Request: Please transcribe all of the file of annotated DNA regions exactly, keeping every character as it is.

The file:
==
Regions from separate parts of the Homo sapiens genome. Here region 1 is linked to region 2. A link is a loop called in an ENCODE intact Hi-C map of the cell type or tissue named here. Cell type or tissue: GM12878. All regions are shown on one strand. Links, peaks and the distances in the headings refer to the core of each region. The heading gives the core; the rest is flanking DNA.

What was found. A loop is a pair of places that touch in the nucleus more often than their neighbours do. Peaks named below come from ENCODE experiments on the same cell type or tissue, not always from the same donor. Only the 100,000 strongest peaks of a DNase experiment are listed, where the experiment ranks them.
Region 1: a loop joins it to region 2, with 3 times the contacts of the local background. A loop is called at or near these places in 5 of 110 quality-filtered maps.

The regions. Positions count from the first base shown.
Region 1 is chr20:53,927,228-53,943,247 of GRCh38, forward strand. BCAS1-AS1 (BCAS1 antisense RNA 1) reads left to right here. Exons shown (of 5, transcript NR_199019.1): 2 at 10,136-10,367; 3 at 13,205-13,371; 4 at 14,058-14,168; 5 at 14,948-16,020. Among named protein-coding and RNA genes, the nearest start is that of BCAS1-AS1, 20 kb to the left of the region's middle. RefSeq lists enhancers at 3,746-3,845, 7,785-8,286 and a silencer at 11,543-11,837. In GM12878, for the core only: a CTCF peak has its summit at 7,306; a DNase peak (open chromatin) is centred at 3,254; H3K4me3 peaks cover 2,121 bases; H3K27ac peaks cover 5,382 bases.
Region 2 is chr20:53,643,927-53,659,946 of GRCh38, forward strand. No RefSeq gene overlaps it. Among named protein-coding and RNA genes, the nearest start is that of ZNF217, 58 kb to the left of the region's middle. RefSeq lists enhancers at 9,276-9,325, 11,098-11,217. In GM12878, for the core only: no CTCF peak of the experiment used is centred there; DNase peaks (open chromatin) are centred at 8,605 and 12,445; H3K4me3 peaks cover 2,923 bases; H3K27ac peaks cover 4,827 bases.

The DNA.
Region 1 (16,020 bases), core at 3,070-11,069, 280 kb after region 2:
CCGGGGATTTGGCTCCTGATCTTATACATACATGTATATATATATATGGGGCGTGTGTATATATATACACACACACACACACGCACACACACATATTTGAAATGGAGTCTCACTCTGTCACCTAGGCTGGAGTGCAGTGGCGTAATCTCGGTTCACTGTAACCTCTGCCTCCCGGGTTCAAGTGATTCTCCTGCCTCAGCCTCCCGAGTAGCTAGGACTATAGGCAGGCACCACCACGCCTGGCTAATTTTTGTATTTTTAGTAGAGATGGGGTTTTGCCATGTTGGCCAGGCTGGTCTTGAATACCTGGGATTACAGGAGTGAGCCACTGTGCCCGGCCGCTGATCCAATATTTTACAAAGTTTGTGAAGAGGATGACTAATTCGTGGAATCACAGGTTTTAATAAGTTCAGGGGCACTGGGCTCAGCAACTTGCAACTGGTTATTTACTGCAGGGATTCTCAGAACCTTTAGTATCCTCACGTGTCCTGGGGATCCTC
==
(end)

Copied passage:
Regions from separate parts of the Homo sapiens genome. Here region 1 is linked to region 2. A link is a loop called in an ENCODE intact Hi-C map of the cell type or tissue named here. Cell type or tissue: GM12878. All regions are shown on one strand. Links, peaks and the distances in the headings refer to the core of each region. The heading gives the core; the rest is flanking DNA.

What was found. A loop is a pair of places that touch in the nucleus more often than their neighbours do. Peaks named below come from ENCODE experiments on the same cell type or tissue, not always from the same donor. Only the 100,000 strongest peaks of a DNase experiment are listed, where the experiment ranks them.
Region 1: a loop joins it to region 2, with 3 times the contacts of the local background. A loop is called at or near these places in 5 of 110 quality-filtered maps.

The regions. Positions count from the first base shown.
Region 1 is chr20:53,927,228-53,943,247 of GRCh38, forward strand. BCAS1-AS1 (BCAS1 antisense RNA 1) reads left to right here. Exons shown (of 5, transcript NR_199019.1): 2 at 10,136-10,367; 3 at 13,205-13,371; 4 at 14,058-14,168; 5 at 14,948-16,020. Among named protein-coding and RNA genes, the nearest start is that of BCAS1-AS1, 20 kb to the left of the region's middle. RefSeq lists enhancers at 3,746-3,845, 7,785-8,286 and a silencer at 11,543-11,837. In GM12878, for the core only: a CTCF peak has its summit at 7,306; a DNase peak (open chromatin) is centred at 3,254; H3K4me3 peaks cover 2,121 bases; H3K27ac peaks cover 5,382 bases.
Region 2 is chr20:53,643,927-53,659,946 of GRCh38, forward strand. No RefSeq gene overlaps it. Among named protein-coding and RNA genes, the nearest start is that of ZNF217, 58 kb to the left of the region's middle. RefSeq lists enhancers at 9,276-9,325, 11,098-11,217. In GM12878, for the core only: no CTCF peak of the experiment used is centred there; DNase peaks (open chromatin) are centred at 8,605 and 12,445; H3K4me3 peaks cover 2,923 bases; H3K27ac peaks cover 4,827 bases.

The DNA.
Region 1 (16,020 bases), core at 3,070-11,069, 280 kb after region 2:
CCGGGGATTTGGCTCCTGATCTTATACATACATGTATATATATATATGGGGCGTGTGTATATATATACACACACACACACACGCACACACACATATTTGAAATGGAGTCTCACTCTGTCACCTAGGCTGGAGTGCAGTGGCGTAATCTCGGTTCACTGTAACCTCTGCCTCCCGGGTTCAAGTGATTCTCCTGCCTCAGCCTCCCGAGTAGCTAGGACTATAGGCAGGCACCACCACGCCTGGCTAATTTTTGTATTTTTAGTAGAGATGGGGTTTTGCCATGTTGGCCAGGCTGGTCTTGAATACCTGGGATTACAGGAGTGAGCCACTGTGCCCGGCCGCTGATCCAATATTTTACAAAGTTTGTGAAGAGGATGACTAATTCGTGGAATCACAGGTTTTAATAAGTTCAGGGGCACTGGGCTCAGCAACTTGCAACTGGTTATTTACTGCAGGGATTCTCAGAACCTTTAGTATCCTCACGTGTCCTGGGGATCCTC